"Even a man who is pure in heart and says his prayers by night, may become a wolf when the wolfbane blooms and the autumn moon is bright". Anne Rice..Show More »'s "man-wolf" doesn't follow the conventional tenets of lycanthropy--there is no moon, no gypsy, no silver bullets. What Rice has done with her new novel is reinvent not only the lore of the heretofore terrifying beast, but the beast itself, with the same flair she used in the greatest make-over of all time...the evil undead vampire into Tom Cruise and Brad Pitt.
And, those menly men have nothing over gifted Reuben Golding; he's young, handsome, filthy rich, erudite, with a doctor-mother, lawyer-girlfriend, priest-brother, drives a Porsche,--AND, he is bequeathed a sprawling mansion by the ocean, after he makes love to the mysterious older woman (32?!) he just met that owns the place is attacked and killed by her jealous hooligan brothers--the post-coital glow still about her beautiful face. Reuben of course is spared...OR IS HE???
This time around the creature-angst that had Pitt's Louis eating rats to avoid committing murder, has been replaced with a deep existential pondering about good and evil, the sacred and the profane, Zarathustra's favorite salad dressing...you'd think waking up covered in black fur sprouting claws and fangs would cause more deliberation than if a tree falls in the forest and no one hears it...
Years ago, Interview With The Vampire was one of my favorite reads. Rice is a distinguished writer, and Wolf Gift has her trademark rich and evocative settings, the lush prose, and an entertaining story (which seems to be begging for a sequel). Though I have to say, even once you have suspended belief and embraced the man-wolf as a vigilante guard dog, there are some issues: there is no real tension, no suspenseful build-up--even the love scenes seem unenthusiastic (what is with the flannel night gowns--some reference to Little Red's grandma!?). Reuben isn't the only one with an identity dilemma--Man or Wolf? Philosophy or Horror? As it is, this book could be placed in either genre. Too often the wolf story got trampled by Rice's philosophical/theological tutorials that reminded me of college days with Kant, Hume, Descartes, deChardin, when I wanted suspense, chills and frights.
Wolf Gift may not be a hair-raiser, a little editting may have helped this new book be on par with Rice's earlier work, but true Rice fans will devour it and be hoping for The Man-Wolf Chronicles.
Rueben, the Renaissance man, reluctant werewolf, continues his paradoxical struggle with his transformation into the world of the Morphenkinder, aka M..Show More »an Wolves, now surrounded by the gentlemanly old-school wolf pack. He's moved into the bequeathed Nideck mansion, is doing well with his Man Wolf lessons, has a new loup-garou love interest for his animalistic amatory side, but is haunted by the painful memory AND the spectral manifestations of his one-night stand love, the beautiful now ghostly, benefactor Marchent. Marchent is "Earth-bound" and hanging with the Forest Gentry until she works out the glitches in her ascension to the other side.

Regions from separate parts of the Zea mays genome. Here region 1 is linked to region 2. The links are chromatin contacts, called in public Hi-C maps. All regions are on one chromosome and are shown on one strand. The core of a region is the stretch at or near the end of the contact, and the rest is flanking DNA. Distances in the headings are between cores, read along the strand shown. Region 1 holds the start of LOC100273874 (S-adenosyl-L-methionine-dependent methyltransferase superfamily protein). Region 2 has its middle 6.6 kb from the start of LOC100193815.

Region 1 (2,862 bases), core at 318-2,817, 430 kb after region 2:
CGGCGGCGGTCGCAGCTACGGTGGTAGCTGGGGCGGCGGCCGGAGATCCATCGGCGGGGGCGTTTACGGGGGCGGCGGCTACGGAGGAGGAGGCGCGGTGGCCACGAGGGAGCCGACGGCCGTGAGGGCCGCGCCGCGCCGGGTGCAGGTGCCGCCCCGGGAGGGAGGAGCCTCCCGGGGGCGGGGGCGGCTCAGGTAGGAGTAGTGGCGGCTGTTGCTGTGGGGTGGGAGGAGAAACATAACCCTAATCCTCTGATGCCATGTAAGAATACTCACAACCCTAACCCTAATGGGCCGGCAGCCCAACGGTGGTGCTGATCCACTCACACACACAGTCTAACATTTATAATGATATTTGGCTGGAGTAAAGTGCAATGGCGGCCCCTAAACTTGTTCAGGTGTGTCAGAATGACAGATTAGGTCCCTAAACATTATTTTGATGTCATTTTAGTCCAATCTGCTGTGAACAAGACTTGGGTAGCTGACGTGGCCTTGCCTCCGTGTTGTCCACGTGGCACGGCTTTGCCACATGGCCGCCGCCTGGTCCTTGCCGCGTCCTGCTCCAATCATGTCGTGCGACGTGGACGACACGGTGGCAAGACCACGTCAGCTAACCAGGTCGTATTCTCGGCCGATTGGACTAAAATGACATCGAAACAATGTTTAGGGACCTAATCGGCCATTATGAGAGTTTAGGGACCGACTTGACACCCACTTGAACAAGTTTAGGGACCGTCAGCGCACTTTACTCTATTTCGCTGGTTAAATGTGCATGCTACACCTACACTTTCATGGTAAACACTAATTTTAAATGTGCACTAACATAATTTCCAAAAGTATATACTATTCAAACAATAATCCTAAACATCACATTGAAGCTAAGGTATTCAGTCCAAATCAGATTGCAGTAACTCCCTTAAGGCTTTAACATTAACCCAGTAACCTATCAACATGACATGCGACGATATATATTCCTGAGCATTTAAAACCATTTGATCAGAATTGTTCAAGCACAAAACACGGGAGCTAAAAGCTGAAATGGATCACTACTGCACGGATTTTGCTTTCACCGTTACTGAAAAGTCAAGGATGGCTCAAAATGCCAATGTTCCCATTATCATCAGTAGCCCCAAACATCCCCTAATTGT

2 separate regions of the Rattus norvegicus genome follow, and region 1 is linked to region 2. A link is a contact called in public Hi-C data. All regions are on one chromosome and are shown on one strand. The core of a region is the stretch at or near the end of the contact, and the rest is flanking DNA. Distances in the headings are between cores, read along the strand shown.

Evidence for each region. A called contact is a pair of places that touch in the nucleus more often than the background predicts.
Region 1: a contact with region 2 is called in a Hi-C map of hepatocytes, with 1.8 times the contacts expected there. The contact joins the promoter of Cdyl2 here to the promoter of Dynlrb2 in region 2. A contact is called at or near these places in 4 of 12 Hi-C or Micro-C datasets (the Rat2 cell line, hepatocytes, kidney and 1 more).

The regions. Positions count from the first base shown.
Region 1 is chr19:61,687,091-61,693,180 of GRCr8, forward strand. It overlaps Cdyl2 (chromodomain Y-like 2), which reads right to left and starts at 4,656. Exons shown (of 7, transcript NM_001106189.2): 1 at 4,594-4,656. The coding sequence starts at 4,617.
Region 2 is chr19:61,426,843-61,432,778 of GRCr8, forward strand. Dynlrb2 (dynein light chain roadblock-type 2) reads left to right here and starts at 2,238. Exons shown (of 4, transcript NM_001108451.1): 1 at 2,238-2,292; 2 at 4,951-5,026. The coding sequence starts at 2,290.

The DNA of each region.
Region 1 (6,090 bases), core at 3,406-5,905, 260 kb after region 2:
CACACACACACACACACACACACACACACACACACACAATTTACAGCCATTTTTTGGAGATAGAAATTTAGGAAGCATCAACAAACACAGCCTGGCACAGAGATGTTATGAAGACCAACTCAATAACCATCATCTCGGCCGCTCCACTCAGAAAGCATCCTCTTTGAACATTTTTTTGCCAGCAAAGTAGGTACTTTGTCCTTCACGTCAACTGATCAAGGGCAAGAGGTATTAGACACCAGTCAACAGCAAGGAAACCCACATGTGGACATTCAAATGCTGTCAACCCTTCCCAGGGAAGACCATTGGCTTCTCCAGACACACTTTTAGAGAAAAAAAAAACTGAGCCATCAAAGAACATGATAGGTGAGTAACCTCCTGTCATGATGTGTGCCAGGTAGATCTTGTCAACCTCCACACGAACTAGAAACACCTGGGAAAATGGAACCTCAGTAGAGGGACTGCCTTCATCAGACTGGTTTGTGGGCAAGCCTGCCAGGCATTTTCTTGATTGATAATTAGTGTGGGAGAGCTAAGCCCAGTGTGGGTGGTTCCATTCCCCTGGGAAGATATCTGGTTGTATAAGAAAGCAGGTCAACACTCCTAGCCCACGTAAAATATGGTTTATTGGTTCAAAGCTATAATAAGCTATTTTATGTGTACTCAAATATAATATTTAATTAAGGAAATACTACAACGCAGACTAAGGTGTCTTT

Did I mention it is the Yuletide season?!! Oh, it is -- for about 14 hours of the 16. The Man Wolves renovate the mansion and surrounding *village,* plan a Midwinter celebration feast for the local population, and string miles of colored lights. (This is the true horror of this book... stuck at Westworld-like Medieval Times and being schooled on all the minutiae of the period: roasted wild boar, mead and mincemeat, antique rag dolls, Battenburg lace, wooden puppets, and mummers...with an infinite loop of Greensleeves playing. Where's a hungry Man Wolf when you need him?) If it takes $1.5 million to maintain Downton Abbey, the Man Wolfs make the Grantham/Crawleys look like paupers; they are gazillionaires with an over-the-top penchant for decoration -- when they aren't taking care of magnanimous depradation or ritualistically frolicking naked among the ancient redwoods.
I 'd like to sit down with the spiritually diverse Ms. Rice...say maybe over a pina colada at Trader Vic's, or a big dish of beef chow mein from Lee Ho Fook's...discuss philosophy, Germanic neopaganism, her conversion from atheism. I'd sit with her for days until she got it all out of her system; I'd do it in memory of Lestat and Louis, and for all the reader/fans that yearn for the Anne Rice from the Vampire Chronicles. With that out of the way, I'd love to talk to her about what she does best -- writing gothic-fantasy-horror, creating epic characters and their complete cosmology based on universal myths and lore, how she layers her books with her knowledge of history and a keen eye for architectural and atmospheric details. Once she understood that I meant her no disrespect, I would start a conversation about the importance of an author distancing her personal obsessions from her work, and the need for professional editing to avoid a bloated theological treatise, over reliant on superfluous imagery that suffocates the plot.
There actually is a good story here, and it does set up some interesting possibilities for the concluding book, but you have to suffer for it. If you barely made it through Wolf Gift, you probably won't make this installment -- unless you are obsessed with Medieval set decorating. If determined but reluctant--skip through the decking the halls. They say horror done poorly becomes comedy...this is borderline, at times causing me mental images of a super-hero Man Wolf, sniffing out evil, and devouring the evil-doers down to "the last knuckle" before dragging himself to confession. I crawled to the finish line with hope that the final book makes the often uneasy reading task, so far, worth it.